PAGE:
Why Are Workplace Vaccinations Important?
Certain occupations may expose workers to an increased risk of vaccine preventable diseases.
These occupations include healthcare, laboratories, dental surgeries, medical surgeries, emergency services, plumbing, sewage, or jobs involving children.
Staff working in these types of jobs are vulnerable to a whole range of different diseases, such as tuberculosis (TB), measles, mumps, rubella, varicella (chickenpox), hepatitis B, diphtheria, tetanus, and whooping cough, and they can transmit these diseases to family and friends if not immunised.
A workplace immunisation programme will not only help protect your staff from illness, but it will also protect those in their care, and should also help to reduce absenteeism in the workplace.
How Can We Help?
Not only do our experienced nurses provide Workplace Flu Vaccines, Working Health can deliver a workplace vaccination and recall system where vaccination forms part of your risk management strategy.
Instead of double vaccination twice, Working Health recommends that employees receive an antibody titer blood test to check for immunity.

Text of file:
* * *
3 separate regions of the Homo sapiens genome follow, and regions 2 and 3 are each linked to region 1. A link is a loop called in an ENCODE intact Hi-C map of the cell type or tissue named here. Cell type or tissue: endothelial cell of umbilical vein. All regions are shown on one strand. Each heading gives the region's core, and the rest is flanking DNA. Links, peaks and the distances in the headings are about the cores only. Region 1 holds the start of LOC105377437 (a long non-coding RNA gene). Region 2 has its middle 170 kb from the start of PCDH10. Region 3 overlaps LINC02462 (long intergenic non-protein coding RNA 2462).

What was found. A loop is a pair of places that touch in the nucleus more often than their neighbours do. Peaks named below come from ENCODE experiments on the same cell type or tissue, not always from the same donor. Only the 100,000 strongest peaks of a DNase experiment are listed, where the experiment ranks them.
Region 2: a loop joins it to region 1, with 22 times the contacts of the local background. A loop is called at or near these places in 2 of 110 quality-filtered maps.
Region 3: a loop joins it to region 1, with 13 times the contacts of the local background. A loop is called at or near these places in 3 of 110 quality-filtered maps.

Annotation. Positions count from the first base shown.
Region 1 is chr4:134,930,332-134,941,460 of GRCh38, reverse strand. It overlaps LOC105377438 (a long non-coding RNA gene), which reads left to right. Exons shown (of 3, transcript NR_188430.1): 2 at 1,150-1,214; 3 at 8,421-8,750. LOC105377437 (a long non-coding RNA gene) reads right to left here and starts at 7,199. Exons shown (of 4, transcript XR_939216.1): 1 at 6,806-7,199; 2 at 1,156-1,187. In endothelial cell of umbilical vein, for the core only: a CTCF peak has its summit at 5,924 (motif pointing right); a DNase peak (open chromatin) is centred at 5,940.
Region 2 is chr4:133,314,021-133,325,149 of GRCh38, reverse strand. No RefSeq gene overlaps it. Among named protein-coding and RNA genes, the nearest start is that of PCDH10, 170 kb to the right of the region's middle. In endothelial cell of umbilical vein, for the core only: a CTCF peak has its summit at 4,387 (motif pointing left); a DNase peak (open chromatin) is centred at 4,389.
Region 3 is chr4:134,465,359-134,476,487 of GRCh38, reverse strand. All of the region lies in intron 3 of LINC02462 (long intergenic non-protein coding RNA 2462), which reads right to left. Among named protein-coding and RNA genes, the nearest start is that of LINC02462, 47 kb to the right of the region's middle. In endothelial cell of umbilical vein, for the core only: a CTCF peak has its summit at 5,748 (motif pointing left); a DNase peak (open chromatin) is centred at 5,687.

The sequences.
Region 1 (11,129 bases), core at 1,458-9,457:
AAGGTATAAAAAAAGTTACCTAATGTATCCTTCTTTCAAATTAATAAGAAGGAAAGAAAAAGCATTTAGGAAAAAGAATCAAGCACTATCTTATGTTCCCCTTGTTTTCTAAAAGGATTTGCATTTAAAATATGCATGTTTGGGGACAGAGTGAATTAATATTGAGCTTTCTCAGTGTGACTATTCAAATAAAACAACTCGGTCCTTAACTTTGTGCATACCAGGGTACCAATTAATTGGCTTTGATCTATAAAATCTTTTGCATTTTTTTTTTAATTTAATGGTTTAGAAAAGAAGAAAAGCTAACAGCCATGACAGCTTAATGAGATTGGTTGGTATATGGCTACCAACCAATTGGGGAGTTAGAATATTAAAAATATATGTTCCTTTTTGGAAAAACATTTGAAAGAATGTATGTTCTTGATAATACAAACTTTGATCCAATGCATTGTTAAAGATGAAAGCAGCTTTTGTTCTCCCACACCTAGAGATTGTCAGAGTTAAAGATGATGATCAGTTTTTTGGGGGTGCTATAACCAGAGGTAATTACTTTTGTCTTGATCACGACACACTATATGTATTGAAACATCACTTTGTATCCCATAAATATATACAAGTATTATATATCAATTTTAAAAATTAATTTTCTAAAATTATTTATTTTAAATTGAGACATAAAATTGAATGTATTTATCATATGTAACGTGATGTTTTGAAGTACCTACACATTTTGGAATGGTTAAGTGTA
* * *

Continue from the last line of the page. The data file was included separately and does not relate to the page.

Our commonly stocked vaccines include:
- Varicella (Chicken Pox)
Common vaccination combinations include:
- MMR (measles, mumps, rubella)
- TDaP (tetanus , diphtheria, pertussis)
A vaccine is substance that creates immunity against certain virus infections without causing catching the disease itself.
It's job is to boost the body’s own antibodies to combat a virus when present in the body.
Most children are vaccinated at a young age, but different policies may lead to adults not being vaccinated against common deadly diseases.
Vaccines contain some weakened or dead viruses that introduce antigens into the body that causes the body to react and fight the foreign antigens.
This process teaches the body how to combat the virus the next time, effectively making the person immune.
An antibody titer is a laboratory test that measures how many antibodies are in a blood sample. The level of antibodies helps determine a person’s immunity level.
If the antibody amount crosses a certain threshold, then the person is immune to the specific antigen (or virus), but if not, then they are at risk of contracting the disease.
For most adults who need to prove immunity for school or work, employers request a titer exam.
Although vaccines are reliable at immunisations, only a titer exam can accurately report on immunity.
Working Health will always recommend a titer to ensure proper immunity before vaccinating.